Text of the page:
An Obsession With Unicorns

I’m not really a big fan of April Fool’s Day.  Some of the inevitable pranks aren’t funny, some are downright awful, and some just make you feel sad when you realize they’re just a prank.  Also, if I’m going to prank someone I’m not going to wait until the designated calendar date to do so.

However, 2 years ago the British Library posted (on April 1st) that they had discovered a Unicorn Cookbook.  It was actually pretty awesome.

And after doing the tour of the Unicorn Tapestries at the Cloisters, I would have believed that such a book existed.  See, in the middle ages people took unicorns very seriously.  They believed that the horn of the unicorn could neutralize poisons and cure ills.  It was a big deal to have your own unicorn horn.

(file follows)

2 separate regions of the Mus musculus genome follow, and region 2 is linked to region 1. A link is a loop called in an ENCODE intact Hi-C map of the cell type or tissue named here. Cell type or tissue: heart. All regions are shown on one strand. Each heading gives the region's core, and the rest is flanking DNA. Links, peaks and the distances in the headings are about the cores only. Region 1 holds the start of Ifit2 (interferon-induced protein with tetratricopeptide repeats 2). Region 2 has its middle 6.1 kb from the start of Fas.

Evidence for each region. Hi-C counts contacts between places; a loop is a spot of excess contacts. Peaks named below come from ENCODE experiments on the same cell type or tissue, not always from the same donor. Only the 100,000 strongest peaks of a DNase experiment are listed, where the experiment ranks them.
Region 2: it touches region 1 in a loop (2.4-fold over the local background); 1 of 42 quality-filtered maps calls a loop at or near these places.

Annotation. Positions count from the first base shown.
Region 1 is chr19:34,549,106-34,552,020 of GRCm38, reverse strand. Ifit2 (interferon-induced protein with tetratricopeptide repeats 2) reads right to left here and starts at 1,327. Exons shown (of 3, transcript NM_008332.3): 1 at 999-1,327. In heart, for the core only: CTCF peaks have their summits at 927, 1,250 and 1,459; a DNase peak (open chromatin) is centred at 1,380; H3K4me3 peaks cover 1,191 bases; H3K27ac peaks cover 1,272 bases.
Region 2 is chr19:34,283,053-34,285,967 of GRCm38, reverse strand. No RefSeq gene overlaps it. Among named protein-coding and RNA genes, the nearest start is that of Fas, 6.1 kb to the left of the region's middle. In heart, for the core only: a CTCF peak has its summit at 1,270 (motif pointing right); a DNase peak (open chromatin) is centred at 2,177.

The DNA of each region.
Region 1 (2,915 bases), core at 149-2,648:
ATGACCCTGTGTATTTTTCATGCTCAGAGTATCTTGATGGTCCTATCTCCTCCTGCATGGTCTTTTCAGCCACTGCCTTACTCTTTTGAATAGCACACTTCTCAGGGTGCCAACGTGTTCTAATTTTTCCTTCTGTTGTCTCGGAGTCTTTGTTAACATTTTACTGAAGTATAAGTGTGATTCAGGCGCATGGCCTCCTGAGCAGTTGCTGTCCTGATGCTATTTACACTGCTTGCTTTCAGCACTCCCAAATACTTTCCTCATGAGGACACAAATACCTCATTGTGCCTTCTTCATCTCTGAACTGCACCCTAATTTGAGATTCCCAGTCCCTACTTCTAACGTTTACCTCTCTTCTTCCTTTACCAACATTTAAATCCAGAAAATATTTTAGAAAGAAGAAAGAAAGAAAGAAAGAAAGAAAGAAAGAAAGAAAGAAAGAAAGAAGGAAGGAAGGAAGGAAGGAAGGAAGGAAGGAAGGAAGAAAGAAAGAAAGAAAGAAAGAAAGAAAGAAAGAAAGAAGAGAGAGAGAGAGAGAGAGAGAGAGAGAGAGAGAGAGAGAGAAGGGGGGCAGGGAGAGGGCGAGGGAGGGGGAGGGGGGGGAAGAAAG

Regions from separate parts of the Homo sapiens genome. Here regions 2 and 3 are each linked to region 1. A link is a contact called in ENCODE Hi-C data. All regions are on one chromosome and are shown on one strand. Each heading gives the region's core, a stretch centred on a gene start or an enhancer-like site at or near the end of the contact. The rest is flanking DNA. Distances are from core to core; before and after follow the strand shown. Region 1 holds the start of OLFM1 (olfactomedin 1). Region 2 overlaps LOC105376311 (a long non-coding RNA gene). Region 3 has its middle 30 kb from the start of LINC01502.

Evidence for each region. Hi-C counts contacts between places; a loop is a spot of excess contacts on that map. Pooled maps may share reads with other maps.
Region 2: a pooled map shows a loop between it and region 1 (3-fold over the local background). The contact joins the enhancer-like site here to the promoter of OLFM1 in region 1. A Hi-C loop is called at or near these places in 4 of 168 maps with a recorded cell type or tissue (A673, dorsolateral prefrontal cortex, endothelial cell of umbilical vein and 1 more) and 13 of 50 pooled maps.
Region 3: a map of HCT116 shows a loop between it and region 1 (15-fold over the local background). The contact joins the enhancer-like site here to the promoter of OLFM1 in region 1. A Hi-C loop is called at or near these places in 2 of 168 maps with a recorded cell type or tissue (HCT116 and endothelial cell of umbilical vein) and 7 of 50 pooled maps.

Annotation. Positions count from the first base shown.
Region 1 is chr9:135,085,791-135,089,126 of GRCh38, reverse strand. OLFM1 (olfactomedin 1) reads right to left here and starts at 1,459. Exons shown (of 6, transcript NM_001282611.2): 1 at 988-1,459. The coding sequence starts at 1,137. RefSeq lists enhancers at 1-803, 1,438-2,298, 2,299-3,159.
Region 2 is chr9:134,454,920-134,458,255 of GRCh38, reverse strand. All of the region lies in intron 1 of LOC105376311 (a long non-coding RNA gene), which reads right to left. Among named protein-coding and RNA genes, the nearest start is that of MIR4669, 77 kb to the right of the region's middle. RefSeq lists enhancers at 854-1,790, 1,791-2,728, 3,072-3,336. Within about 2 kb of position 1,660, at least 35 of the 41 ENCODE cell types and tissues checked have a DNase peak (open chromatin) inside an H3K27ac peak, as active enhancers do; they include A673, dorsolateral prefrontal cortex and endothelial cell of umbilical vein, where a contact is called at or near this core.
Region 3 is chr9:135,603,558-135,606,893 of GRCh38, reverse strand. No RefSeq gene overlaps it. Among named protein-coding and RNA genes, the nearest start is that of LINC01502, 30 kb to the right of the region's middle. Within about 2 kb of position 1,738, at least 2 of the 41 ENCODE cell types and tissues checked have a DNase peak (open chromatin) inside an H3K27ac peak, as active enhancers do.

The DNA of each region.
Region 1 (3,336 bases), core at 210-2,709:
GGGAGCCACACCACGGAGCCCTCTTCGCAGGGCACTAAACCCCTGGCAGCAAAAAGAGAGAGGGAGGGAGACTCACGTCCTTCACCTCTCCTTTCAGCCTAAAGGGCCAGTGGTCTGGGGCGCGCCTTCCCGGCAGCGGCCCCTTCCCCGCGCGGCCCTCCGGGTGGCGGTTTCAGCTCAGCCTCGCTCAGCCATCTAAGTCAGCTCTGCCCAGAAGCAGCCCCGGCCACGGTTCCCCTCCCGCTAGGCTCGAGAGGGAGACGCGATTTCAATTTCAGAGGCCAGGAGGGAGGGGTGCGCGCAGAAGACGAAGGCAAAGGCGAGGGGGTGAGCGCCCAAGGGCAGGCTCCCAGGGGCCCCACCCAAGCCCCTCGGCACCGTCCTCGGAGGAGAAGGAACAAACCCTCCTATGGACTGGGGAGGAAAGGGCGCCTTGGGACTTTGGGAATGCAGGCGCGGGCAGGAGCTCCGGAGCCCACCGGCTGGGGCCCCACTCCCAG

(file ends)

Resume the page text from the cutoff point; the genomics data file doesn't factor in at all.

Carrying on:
A "unicorn" horn.
A “unicorn” horn.

They’d all try to pass of narwhal horns as the “real deal” (although I’m sure there were people who knew better and some who truly believed).  They ground up the horn for “potions”, and used it as accents in furniture making.  They even carved the horns into cups – you know, to dispel poisons and whatnot.

They were crazy about unicorns.  So crazy that there are a bunch of woven tapestries outlining the hunt and capture of a unicorn.

How to isolate and trap a unicorn 101.
How to isolate and trap a unicorn 101.

And that’s why I wouldn’t be surprised if there really was a Unicorn Cookbook.

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